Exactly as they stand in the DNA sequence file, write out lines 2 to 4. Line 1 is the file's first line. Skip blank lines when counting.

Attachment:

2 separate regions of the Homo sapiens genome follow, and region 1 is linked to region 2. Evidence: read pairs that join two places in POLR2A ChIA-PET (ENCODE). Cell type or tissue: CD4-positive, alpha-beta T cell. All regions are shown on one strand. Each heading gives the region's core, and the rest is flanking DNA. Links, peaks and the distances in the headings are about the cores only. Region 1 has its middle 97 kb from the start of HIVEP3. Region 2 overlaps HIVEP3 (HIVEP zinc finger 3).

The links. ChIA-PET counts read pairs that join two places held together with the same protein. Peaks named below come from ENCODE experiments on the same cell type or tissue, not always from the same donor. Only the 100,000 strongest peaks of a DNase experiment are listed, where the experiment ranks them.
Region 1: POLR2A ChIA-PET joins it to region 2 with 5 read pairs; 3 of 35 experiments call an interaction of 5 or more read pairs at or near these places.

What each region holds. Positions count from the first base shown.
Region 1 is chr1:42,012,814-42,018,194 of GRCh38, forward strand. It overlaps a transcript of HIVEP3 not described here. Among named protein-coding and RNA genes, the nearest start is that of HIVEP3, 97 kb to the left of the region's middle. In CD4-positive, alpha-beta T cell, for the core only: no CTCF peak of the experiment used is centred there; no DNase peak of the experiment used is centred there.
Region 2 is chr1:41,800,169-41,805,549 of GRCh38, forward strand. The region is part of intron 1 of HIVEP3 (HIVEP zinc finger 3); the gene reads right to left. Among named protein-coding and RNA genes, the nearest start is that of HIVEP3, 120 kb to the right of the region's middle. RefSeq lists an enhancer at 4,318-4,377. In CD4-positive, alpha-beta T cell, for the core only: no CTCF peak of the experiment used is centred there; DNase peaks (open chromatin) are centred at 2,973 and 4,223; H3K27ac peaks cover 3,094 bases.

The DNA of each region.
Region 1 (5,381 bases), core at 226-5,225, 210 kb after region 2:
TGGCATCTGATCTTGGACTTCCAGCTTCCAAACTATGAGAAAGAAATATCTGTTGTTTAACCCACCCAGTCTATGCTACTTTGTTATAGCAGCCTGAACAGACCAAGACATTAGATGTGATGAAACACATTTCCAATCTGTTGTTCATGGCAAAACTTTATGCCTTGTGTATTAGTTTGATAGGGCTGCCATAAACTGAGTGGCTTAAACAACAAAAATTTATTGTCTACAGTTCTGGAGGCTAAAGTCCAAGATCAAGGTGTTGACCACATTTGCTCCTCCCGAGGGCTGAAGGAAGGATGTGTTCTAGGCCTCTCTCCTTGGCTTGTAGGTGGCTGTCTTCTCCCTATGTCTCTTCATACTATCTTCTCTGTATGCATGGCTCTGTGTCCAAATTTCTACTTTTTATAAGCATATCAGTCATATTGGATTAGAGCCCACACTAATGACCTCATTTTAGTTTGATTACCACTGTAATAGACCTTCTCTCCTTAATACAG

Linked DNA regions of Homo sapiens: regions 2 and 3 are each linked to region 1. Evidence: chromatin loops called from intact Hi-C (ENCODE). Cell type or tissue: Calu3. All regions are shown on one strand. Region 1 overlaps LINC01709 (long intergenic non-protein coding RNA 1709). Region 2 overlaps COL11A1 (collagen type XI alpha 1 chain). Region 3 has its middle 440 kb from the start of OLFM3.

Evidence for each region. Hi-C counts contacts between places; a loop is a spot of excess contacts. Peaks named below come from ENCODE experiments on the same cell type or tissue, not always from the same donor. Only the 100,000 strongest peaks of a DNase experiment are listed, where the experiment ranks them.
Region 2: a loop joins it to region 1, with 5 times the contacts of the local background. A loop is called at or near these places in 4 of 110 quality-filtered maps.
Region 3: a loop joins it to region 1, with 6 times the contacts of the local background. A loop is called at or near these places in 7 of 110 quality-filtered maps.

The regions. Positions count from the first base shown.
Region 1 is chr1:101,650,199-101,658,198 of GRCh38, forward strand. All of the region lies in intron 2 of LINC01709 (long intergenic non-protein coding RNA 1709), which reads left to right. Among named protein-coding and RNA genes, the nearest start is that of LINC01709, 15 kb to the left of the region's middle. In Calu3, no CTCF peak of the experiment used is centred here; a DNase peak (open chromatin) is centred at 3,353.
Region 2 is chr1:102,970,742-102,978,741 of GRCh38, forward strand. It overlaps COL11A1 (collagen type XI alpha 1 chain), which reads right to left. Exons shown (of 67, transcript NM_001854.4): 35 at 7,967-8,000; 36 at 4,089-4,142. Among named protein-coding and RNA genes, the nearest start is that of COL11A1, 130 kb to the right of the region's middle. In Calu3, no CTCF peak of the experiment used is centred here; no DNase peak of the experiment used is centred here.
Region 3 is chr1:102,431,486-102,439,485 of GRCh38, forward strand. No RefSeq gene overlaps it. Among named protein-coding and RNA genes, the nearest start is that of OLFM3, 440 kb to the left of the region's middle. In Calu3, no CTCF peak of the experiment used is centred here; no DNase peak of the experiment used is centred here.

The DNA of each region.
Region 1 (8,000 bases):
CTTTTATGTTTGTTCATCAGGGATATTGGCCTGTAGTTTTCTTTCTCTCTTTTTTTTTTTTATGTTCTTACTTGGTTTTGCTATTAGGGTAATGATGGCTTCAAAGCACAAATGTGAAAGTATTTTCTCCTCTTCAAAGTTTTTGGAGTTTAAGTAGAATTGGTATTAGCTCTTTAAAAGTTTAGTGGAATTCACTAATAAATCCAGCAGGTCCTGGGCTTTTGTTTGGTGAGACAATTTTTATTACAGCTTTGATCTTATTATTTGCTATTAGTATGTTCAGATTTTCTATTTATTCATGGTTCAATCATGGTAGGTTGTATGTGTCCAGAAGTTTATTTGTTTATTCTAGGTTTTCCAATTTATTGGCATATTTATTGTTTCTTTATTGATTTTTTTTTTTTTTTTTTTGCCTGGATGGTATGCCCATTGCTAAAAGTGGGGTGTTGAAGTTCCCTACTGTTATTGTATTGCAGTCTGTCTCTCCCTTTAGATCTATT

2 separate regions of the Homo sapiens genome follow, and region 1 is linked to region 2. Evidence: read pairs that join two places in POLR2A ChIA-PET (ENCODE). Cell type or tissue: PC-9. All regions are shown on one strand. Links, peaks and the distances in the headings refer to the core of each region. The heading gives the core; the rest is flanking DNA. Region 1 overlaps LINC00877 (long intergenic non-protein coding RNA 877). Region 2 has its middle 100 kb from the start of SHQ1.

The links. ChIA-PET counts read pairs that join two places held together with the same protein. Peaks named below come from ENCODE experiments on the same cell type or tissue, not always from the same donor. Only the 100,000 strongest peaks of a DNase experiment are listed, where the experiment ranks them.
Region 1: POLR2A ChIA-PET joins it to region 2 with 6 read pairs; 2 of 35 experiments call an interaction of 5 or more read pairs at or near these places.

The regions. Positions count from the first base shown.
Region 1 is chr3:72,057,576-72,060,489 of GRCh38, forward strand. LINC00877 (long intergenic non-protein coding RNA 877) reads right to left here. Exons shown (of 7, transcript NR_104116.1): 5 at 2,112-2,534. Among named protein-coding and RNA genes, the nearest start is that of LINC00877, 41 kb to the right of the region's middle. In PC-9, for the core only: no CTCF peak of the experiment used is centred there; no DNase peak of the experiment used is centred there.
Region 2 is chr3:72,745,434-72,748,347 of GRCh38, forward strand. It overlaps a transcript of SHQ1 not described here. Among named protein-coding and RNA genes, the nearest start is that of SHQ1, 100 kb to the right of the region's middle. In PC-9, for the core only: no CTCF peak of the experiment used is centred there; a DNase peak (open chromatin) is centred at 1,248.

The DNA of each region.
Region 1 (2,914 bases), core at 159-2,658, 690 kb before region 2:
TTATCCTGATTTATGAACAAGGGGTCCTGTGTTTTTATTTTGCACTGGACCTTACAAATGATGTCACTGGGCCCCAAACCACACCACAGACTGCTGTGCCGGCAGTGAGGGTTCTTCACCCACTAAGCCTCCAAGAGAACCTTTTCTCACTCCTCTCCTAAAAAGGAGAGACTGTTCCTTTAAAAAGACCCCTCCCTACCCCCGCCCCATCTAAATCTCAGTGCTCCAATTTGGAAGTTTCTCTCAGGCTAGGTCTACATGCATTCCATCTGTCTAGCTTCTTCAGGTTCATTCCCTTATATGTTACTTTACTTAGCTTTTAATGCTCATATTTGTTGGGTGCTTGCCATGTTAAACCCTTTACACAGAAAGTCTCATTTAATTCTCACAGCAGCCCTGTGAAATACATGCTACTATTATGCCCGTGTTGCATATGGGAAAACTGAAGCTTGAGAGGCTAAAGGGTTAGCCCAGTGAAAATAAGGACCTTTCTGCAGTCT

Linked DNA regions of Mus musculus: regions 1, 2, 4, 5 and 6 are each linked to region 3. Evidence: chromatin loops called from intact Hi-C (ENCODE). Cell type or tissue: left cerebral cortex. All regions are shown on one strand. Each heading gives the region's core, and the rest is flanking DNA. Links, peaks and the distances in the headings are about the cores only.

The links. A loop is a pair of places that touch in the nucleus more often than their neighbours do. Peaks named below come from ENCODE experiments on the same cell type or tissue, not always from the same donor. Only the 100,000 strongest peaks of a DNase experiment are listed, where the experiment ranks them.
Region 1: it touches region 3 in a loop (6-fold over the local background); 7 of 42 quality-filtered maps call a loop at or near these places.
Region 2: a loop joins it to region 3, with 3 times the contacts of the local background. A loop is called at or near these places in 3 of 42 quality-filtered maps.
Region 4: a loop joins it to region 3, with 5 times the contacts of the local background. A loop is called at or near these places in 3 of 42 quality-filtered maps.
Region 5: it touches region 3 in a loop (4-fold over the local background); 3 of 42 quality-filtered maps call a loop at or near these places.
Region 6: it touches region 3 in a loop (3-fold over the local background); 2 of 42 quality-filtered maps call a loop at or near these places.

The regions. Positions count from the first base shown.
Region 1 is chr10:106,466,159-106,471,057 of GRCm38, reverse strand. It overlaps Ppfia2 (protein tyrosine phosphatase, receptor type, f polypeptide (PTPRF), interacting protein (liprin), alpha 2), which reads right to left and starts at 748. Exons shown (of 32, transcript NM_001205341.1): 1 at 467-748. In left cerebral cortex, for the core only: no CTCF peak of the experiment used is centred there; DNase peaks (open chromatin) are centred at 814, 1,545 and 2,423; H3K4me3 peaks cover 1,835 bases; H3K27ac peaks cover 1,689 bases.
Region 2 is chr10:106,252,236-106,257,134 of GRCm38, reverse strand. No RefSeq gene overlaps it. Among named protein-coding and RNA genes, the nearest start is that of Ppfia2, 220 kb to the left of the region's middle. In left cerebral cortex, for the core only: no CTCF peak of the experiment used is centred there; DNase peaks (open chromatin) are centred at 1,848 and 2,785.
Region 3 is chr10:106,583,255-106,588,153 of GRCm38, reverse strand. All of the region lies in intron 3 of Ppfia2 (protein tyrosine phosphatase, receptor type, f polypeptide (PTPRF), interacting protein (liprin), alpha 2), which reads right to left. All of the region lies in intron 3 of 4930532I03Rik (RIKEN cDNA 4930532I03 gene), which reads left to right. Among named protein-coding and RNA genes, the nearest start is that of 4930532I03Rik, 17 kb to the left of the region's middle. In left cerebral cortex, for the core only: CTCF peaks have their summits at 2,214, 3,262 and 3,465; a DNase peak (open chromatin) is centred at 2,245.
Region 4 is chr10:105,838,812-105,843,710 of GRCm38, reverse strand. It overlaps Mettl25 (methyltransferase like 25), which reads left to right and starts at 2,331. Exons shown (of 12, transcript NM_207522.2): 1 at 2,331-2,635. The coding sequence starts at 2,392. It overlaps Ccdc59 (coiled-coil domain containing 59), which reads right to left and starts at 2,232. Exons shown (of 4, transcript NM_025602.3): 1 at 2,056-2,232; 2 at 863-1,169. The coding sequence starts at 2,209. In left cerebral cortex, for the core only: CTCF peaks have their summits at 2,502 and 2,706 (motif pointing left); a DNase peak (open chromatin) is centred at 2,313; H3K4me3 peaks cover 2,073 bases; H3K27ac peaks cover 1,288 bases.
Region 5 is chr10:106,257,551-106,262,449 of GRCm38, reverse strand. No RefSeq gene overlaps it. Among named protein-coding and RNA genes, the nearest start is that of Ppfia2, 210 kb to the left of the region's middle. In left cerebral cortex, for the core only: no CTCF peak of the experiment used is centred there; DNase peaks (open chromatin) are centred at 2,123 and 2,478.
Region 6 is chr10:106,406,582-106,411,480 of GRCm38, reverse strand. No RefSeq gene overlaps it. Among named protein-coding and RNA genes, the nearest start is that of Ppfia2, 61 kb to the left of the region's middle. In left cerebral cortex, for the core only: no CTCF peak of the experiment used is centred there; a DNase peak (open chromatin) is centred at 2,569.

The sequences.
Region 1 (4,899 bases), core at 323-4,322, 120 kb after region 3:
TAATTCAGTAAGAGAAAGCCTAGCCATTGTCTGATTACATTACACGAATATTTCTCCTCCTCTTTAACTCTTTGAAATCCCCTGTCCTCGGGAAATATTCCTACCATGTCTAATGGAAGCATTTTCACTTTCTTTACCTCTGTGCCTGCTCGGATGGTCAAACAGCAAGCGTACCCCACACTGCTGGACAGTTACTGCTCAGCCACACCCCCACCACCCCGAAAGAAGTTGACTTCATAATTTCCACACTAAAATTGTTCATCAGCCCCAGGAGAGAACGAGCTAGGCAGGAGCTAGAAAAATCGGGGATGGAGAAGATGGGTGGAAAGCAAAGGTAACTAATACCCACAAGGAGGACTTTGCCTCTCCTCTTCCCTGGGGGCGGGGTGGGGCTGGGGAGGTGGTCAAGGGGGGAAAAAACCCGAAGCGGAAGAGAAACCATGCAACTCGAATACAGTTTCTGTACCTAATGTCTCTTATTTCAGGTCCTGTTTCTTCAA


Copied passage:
The links. ChIA-PET counts read pairs that join two places held together with the same protein. Peaks named below come from ENCODE experiments on the same cell type or tissue, not always from the same donor. Only the 100,000 strongest peaks of a DNase experiment are listed, where the experiment ranks them.
Region 1: POLR2A ChIA-PET joins it to region 2 with 5 read pairs; 3 of 35 experiments call an interaction of 5 or more read pairs at or near these places.

What each region holds. Positions count from the first base shown.